The Bank of Uganda (BoU)

Bank of Uganda is a winner of the 2015 Uganda Sustainable Development Award and accredited Uganda's Top50 Sustainable Development Agencies in recognition and appreciation of its enormous contribution towards social-economic development of Uganda and attainment of the United Nations Sustainable Development Goals in Uganda. Awarded and Accredited by Public Opinions International

The Bank of Uganda (BoU) is the Central Bank of the Republic of Uganda. It was opened on the 15th  August 1966. It is 100% owned by the Government of Uganda but it is not a government Department.  Bank of Uganda conducts all its activities in close association with the Ministry of Finance, Planning and Economic Development(MoFPED).

Bank of Uganda is responsible for monetary policy and maintaining price stability.

Mission of Bank of Uganda

To foster price stability and a sound financial system.

Vision of Bank of Uganda

To be a centre of excellence in upholding macroeconomic stability.

The Bank of Uganda conducts all its activities with the aim of fulfing itsMission.  These activities are carried out under the mandate of the Bank of Uganda Act, 2000 and other legislature.

The Bank's core activities are:

  • Issuance of Uganda's national currency/legal tender, the Uganda Shilling (UGX) 
  • Regulation of money supply through  Monetary Policy 
  • Banker to the Government of Uganda 
  • Banker to Commercial Banks
  • Supervision and regulation of Financial Institutions
  • Management of the country's external/foreign reserves
  • Management of Uganda's external debt
  • Adviser of  Government on financial and economic issues

The Bank  also has  responsibility to the public and this is  fulfilled through its Corporate Social  Responsibility programs

Monetary Policy

Overview

The primary policy objective of the Bank of Uganda’s monetary policy is to hold annual core inflation to a medium term target of 5 percent. A secondary policy objective of monetary policy is to ensure that real output is as close as possible to the economy’s potential level. 

In July 2011, the Bank of Uganda reformed its monetary policy framework to meet the challenges of macroeconomic management generated by the transformation of the economy over the last 10 years, and in particular the rapid growth and diversification of the financial system. The reform entailed the introduction of an inflation targeting lite (ITL) monetary policy framework, which replaced the previous framework which involved the targeting of monetary aggregates.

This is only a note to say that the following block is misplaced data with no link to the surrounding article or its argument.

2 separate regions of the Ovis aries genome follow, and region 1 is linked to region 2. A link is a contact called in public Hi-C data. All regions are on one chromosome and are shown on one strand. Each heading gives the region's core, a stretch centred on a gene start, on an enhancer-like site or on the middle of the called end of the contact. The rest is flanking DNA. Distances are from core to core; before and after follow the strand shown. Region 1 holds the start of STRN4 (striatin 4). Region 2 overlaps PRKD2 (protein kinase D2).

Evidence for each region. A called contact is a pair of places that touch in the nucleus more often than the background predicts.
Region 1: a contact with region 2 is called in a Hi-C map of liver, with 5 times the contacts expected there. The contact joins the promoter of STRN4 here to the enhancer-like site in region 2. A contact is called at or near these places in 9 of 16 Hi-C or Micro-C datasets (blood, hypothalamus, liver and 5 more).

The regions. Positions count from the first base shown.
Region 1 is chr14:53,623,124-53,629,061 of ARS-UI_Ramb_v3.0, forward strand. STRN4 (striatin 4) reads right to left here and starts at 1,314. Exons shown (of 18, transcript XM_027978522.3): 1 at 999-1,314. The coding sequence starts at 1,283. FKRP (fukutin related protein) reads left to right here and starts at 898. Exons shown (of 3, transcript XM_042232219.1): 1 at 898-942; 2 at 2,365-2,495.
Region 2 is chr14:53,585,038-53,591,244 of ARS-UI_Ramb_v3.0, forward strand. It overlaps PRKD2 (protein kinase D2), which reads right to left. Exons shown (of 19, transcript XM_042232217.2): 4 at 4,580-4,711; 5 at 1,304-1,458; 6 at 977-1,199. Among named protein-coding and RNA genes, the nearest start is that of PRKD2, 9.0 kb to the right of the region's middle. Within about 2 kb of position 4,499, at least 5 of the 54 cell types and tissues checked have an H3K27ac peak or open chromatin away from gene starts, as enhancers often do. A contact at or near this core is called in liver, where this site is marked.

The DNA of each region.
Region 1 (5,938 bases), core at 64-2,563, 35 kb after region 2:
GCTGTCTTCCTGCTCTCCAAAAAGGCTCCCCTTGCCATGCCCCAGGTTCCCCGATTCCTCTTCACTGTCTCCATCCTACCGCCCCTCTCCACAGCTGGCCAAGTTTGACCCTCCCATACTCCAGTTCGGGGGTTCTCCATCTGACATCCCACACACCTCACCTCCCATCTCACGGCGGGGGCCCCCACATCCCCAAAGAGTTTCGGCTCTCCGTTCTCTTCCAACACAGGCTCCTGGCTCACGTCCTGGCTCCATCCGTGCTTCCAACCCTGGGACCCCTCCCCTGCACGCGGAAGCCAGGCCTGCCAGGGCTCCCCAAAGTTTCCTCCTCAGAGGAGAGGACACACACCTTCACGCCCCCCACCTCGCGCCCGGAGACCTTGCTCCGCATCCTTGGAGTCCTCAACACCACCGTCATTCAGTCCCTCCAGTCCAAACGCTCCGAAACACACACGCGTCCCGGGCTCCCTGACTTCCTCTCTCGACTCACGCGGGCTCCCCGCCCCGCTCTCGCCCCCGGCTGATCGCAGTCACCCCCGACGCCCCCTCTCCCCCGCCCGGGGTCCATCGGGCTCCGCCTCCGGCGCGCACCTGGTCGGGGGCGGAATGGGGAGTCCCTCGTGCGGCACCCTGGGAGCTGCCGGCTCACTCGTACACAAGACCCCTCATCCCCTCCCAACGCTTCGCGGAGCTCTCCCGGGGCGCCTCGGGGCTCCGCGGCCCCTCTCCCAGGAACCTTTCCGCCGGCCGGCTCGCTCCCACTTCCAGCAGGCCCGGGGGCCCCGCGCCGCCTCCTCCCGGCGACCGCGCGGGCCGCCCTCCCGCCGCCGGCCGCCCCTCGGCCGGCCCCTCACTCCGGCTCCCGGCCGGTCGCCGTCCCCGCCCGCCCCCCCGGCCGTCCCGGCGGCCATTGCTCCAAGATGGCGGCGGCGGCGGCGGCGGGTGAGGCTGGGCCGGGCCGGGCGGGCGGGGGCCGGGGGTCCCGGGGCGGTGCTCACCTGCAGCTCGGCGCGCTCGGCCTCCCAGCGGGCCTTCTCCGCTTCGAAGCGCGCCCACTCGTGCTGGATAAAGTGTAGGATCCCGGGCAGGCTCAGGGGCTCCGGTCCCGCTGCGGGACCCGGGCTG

Under the ITL monetary policy framework, the Bank of Uganda sets a policy interest rate, called the Central Bank Rate (CBR), which is intended to guide short-term inter-bank lending rates and thereby influence the marginal cost of funds for commercial banks. The BOU uses regular interventions in the money market to ensure that the 7 day interbank rate is as close as possible to the CBR.

The CBR is the operating target of monetary policy. It is set once every two months and is publicly announced, at a press briefing held immediately after the rate setting meeting, so that it clearly signals the stance of monetary policy during the month. The CBR is set at a level which is consistent with achieving the policy objectives of monetary policy.

Financial Stability

Bank of Uganda's Role

The global financial crisis demonstrated the disastrous effects of systemic risk to the stability of the financial system. Bank of Uganda’s mission is to “foster price stability and a sound financial system”. The Central Bank’s role in ensuring financial stability includes the following;

  • Formulating macroprudential policies aimed at mitigating systemic risks to the Ugandan financial system;
  • Undertaking continuous financial sector surveillance to identify potential systemic risks and conducting stress tests to determine the resilience of the system to plausible shocks and disruptions;
  • Oversight of payment systems;
  • Ensuring a good level of preparedness to manage a financial crisis. The Bank has developed a crisis preparedness and management framework as well as different types of support measures.
  • The supervision and regulation of individual supervised financial institutions (commercial banks, credit institutions, microfinance deposit taking institutions, foreign exchange bureau and credit reference bureau) to ensure safe and sound financial institutions.
  • Enhancing the efficiency of financial markets.

Financial Markets

About Financial Markets

Financial Markets in Uganda

Bank of Uganda issued a 5 year Financial Markets Development Plan 2008-2012.

1. The Forex market

At present the forex market has the following participants: 1. The Bank of Uganda 2. The inter-bank market (where commercial banks trade with each other). 3. The Forex Bureaux (that act as money shops) 4. Retail customers or end users of forex